Students follow a balanced curriculum of human and physical geography. There is a strong focus on the development of skills and enquiry-based learning. We aim to include a mixture of awe and wonder, and essential world knowledge.
All of our schemes of work are based on and follow the national curriculum guidelines which focuses on locational and place knowledge, the processes that interact, influence and change our environments and the Geographical skills that underpin our subject
Topics include: Rivers and Flooding, Africa is not a Country, Volcanoes and Earthquakes, World Development Issues, Weather and Climate, Extreme Environments, Environmental Issues.
Students are taught the course content in order, building upon knowledge and skills as they progress through the course. There are regular unit tests to check on knowledge and skills. Two days of fieldwork (a rivers study and an urban study) are undertaken in the local area.
Paper 1 – Global Geographical Issues:
Hazardous Earth, Development Dynamics, Challenges of an Urbanising World
Paper 2- UK Geographical issues:
Physical Landscapes, Rivers Fieldwork Investigation, Human Landscapes, Urban Areas Fieldwork Investigation
Paper 3 – People and Environmental Issues:
People and the Biosphere, Forests Under Threat, Consuming Energy Resources
Students are taught by two specialist teachers (of Physical and Human Geography). They are expected to discuss and evaluate topics covered in detail in class debates, and encouraged to go beyond what is learned in the classroom, following a guided list of extra reading and documentaries.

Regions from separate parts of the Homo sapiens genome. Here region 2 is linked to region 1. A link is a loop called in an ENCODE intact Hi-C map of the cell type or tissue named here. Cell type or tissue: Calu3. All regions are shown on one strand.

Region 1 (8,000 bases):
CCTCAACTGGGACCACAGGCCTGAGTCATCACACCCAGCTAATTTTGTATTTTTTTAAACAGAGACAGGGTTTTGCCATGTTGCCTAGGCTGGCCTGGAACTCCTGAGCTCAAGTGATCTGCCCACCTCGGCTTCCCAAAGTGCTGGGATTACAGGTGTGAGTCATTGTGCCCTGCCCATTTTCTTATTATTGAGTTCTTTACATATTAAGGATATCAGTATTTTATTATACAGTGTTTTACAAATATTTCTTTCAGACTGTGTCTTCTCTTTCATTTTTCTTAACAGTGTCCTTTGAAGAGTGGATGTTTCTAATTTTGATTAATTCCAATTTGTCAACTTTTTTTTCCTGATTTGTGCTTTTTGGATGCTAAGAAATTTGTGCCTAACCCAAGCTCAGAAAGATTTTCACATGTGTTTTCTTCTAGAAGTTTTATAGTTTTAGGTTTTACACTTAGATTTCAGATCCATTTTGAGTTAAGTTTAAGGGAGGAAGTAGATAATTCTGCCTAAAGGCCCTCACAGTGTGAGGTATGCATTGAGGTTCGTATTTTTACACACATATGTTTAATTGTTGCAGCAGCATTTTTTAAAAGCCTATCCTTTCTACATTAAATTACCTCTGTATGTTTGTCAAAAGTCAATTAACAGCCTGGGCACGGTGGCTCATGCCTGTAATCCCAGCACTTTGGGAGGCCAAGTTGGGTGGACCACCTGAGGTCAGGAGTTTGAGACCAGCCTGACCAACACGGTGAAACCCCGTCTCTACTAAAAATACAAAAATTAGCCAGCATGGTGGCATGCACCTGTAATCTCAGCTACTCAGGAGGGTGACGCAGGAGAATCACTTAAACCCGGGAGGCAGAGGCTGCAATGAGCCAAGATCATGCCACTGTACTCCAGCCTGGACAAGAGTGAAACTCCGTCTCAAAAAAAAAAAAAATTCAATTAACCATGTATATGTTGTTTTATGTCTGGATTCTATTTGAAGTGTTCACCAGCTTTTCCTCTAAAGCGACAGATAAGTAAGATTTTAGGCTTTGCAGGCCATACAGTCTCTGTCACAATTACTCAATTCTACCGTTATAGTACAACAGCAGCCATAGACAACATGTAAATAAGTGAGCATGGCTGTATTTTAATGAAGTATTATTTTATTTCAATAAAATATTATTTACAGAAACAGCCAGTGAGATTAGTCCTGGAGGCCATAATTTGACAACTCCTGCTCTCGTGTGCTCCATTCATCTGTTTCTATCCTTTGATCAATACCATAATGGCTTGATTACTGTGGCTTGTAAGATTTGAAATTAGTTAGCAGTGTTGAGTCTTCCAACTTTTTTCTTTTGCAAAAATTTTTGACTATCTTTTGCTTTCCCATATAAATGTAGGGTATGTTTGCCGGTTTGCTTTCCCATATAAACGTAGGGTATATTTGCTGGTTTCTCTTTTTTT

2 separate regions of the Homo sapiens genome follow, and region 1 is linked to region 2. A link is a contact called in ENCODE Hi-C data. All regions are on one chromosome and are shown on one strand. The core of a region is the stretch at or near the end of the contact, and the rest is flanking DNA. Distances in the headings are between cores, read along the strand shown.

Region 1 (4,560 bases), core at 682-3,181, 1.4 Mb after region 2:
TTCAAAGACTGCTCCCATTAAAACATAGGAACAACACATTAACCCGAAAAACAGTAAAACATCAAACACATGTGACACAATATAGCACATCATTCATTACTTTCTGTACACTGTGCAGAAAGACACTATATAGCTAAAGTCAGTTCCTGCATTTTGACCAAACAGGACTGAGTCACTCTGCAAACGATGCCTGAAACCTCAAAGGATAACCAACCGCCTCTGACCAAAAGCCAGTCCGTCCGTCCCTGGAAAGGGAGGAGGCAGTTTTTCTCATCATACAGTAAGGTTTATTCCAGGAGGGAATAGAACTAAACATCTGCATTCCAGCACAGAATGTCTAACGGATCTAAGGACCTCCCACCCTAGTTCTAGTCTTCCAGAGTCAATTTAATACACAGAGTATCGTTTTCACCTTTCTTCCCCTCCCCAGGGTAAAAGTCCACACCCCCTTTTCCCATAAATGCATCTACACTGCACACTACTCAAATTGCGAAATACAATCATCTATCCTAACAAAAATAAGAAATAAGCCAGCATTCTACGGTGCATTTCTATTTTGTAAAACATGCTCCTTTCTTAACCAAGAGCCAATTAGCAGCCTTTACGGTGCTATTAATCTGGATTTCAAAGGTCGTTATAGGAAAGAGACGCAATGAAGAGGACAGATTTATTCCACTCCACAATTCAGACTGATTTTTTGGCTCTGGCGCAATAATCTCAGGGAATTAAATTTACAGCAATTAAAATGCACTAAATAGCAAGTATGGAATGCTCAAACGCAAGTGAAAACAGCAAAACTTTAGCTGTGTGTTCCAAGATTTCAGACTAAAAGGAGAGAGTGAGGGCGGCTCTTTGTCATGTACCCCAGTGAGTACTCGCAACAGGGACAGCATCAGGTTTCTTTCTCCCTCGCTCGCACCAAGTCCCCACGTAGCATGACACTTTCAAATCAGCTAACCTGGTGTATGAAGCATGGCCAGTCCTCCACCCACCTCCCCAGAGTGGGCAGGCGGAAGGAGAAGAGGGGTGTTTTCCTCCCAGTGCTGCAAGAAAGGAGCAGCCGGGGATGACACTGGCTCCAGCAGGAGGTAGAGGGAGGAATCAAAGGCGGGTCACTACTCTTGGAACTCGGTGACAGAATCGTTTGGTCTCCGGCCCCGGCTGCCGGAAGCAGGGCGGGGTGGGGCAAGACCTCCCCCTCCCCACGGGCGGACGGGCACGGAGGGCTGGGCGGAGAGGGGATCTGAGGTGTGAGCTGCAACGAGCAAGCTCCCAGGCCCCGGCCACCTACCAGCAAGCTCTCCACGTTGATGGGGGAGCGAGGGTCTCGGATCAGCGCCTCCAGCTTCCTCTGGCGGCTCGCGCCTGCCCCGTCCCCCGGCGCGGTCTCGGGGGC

Paper 1 – Physical Geography. 2hrs 15 mins, 105 marks – 30%
Tectonic Processes and Hazards, Coastal Landscapes, Carbon Cycle & Energy Insecurity, Water Cycle & Water Insecurity
Paper 2 – Human Geography. 2hrs 15 mins, 105 marks – 30%
Globalisation, Regenerating Places, Superpower Geography and Migration, Identity & Sovereignty.
Paper 3 – Synoptic Paper. 2hrs 15 mins, 70 marks – 20%
Three themes of Players, Futures and Uncertainty & Attitudes and actions rooted in the core topics.
NEA – Individual investigation (coursework). 70 marks – 20%
This is a 3000-5000 word report, that students produce from their own independent data collection in the UK. It can be based on ANY of the topics in the course specification.
Fieldwork - 4 days of field work to help understanding of what we studied and to gain skills for the NEA.
The department runs extra-curricular trips abroad that are open to all students of the appropriate year group, regardless of whether they study Geography at GCSE or A level. An example of this is the Iceland 2022 trip.